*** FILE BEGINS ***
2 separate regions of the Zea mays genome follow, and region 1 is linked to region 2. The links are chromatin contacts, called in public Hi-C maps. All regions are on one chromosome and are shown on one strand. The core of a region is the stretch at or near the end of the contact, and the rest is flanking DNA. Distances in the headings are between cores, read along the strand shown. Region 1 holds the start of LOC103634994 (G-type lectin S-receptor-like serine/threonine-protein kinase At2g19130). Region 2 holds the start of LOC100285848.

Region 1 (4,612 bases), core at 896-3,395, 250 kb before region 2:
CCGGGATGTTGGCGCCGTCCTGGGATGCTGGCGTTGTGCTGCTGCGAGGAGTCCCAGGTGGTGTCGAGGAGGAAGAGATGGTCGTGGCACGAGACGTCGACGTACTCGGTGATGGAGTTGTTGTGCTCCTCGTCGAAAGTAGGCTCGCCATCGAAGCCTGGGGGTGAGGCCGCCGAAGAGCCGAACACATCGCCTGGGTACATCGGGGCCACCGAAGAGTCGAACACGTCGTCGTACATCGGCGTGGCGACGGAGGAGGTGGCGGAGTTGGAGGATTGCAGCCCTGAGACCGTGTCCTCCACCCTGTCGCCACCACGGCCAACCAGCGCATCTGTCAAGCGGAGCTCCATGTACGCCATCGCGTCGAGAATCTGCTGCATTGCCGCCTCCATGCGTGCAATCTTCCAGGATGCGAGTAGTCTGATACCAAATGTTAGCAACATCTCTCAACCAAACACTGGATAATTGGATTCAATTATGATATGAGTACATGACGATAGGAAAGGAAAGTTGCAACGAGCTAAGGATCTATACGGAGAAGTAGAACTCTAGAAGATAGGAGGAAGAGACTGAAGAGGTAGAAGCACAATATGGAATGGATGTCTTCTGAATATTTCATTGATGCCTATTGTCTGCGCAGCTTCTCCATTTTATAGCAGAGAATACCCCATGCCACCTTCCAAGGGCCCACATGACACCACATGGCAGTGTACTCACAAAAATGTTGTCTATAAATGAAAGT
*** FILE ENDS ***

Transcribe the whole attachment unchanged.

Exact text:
2 separate regions of the Zea mays genome follow, and region 1 is linked to region 2. The links are chromatin contacts, called in public Hi-C maps. All regions are on one chromosome and are shown on one strand. The core of a region is the stretch at or near the end of the contact, and the rest is flanking DNA. Distances in the headings are between cores, read along the strand shown. Region 1 holds the start of LOC103634994 (G-type lectin S-receptor-like serine/threonine-protein kinase At2g19130). Region 2 holds the start of LOC100285848.

Region 1 (4,612 bases), core at 896-3,395, 250 kb before region 2:
CCGGGATGTTGGCGCCGTCCTGGGATGCTGGCGTTGTGCTGCTGCGAGGAGTCCCAGGTGGTGTCGAGGAGGAAGAGATGGTCGTGGCACGAGACGTCGACGTACTCGGTGATGGAGTTGTTGTGCTCCTCGTCGAAAGTAGGCTCGCCATCGAAGCCTGGGGGTGAGGCCGCCGAAGAGCCGAACACATCGCCTGGGTACATCGGGGCCACCGAAGAGTCGAACACGTCGTCGTACATCGGCGTGGCGACGGAGGAGGTGGCGGAGTTGGAGGATTGCAGCCCTGAGACCGTGTCCTCCACCCTGTCGCCACCACGGCCAACCAGCGCATCTGTCAAGCGGAGCTCCATGTACGCCATCGCGTCGAGAATCTGCTGCATTGCCGCCTCCATGCGTGCAATCTTCCAGGATGCGAGTAGTCTGATACCAAATGTTAGCAACATCTCTCAACCAAACACTGGATAATTGGATTCAATTATGATATGAGTACATGACGATAGGAAAGGAAAGTTGCAACGAGCTAAGGATCTATACGGAGAAGTAGAACTCTAGAAGATAGGAGGAAGAGACTGAAGAGGTAGAAGCACAATATGGAATGGATGTCTTCTGAATATTTCATTGATGCCTATTGTCTGCGCAGCTTCTCCATTTTATAGCAGAGAATACCCCATGCCACCTTCCAAGGGCCCACATGACACCACATGGCAGTGTACTCACAAAAATGTTGTCTATAAATGAAAGT